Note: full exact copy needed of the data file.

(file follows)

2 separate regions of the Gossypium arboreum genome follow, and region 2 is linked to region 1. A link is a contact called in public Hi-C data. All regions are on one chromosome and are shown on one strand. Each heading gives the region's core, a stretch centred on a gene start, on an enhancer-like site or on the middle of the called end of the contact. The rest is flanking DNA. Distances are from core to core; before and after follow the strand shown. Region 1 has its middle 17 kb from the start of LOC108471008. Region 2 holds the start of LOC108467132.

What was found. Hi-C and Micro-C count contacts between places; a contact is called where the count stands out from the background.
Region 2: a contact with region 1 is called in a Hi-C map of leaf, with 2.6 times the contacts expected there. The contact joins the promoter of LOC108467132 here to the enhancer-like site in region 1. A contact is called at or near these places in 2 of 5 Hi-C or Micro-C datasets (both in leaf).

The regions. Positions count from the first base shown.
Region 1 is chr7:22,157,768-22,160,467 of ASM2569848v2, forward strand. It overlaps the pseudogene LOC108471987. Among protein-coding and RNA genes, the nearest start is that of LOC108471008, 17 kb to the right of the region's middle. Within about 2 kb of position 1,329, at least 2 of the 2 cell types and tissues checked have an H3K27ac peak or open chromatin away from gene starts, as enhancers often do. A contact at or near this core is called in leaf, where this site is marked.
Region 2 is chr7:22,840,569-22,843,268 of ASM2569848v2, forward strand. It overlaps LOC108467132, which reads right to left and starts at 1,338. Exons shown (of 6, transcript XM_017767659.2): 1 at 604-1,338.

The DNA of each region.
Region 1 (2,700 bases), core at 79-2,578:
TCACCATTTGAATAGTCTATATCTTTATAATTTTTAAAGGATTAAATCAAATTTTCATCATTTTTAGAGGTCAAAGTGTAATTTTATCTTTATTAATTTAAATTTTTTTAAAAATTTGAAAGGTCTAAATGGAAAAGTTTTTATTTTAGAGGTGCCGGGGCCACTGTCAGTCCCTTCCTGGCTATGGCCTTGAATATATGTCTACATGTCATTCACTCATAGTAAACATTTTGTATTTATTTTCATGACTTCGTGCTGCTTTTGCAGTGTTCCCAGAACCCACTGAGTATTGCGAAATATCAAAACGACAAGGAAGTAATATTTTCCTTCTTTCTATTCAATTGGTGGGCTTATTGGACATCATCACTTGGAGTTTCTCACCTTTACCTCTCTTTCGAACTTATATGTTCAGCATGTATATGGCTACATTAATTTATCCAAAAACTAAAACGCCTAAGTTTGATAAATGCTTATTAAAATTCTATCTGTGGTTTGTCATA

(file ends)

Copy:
2 separate regions of the Gossypium arboreum genome follow, and region 2 is linked to region 1. A link is a contact called in public Hi-C data. All regions are on one chromosome and are shown on one strand. Each heading gives the region's core, a stretch centred on a gene start, on an enhancer-like site or on the middle of the called end of the contact. The rest is flanking DNA. Distances are from core to core; before and after follow the strand shown. Region 1 has its middle 17 kb from the start of LOC108471008. Region 2 holds the start of LOC108467132.

What was found. Hi-C and Micro-C count contacts between places; a contact is called where the count stands out from the background.
Region 2: a contact with region 1 is called in a Hi-C map of leaf, with 2.6 times the contacts expected there. The contact joins the promoter of LOC108467132 here to the enhancer-like site in region 1. A contact is called at or near these places in 2 of 5 Hi-C or Micro-C datasets (both in leaf).

The regions. Positions count from the first base shown.
Region 1 is chr7:22,157,768-22,160,467 of ASM2569848v2, forward strand. It overlaps the pseudogene LOC108471987. Among protein-coding and RNA genes, the nearest start is that of LOC108471008, 17 kb to the right of the region's middle. Within about 2 kb of position 1,329, at least 2 of the 2 cell types and tissues checked have an H3K27ac peak or open chromatin away from gene starts, as enhancers often do. A contact at or near this core is called in leaf, where this site is marked.
Region 2 is chr7:22,840,569-22,843,268 of ASM2569848v2, forward strand. It overlaps LOC108467132, which reads right to left and starts at 1,338. Exons shown (of 6, transcript XM_017767659.2): 1 at 604-1,338.

The DNA of each region.
Region 1 (2,700 bases), core at 79-2,578:
TCACCATTTGAATAGTCTATATCTTTATAATTTTTAAAGGATTAAATCAAATTTTCATCATTTTTAGAGGTCAAAGTGTAATTTTATCTTTATTAATTTAAATTTTTTTAAAAATTTGAAAGGTCTAAATGGAAAAGTTTTTATTTTAGAGGTGCCGGGGCCACTGTCAGTCCCTTCCTGGCTATGGCCTTGAATATATGTCTACATGTCATTCACTCATAGTAAACATTTTGTATTTATTTTCATGACTTCGTGCTGCTTTTGCAGTGTTCCCAGAACCCACTGAGTATTGCGAAATATCAAAACGACAAGGAAGTAATATTTTCCTTCTTTCTATTCAATTGGTGGGCTTATTGGACATCATCACTTGGAGTTTCTCACCTTTACCTCTCTTTCGAACTTATATGTTCAGCATGTATATGGCTACATTAATTTATCCAAAAACTAAAACGCCTAAGTTTGATAAATGCTTATTAAAATTCTATCTGTGGTTTGTCATA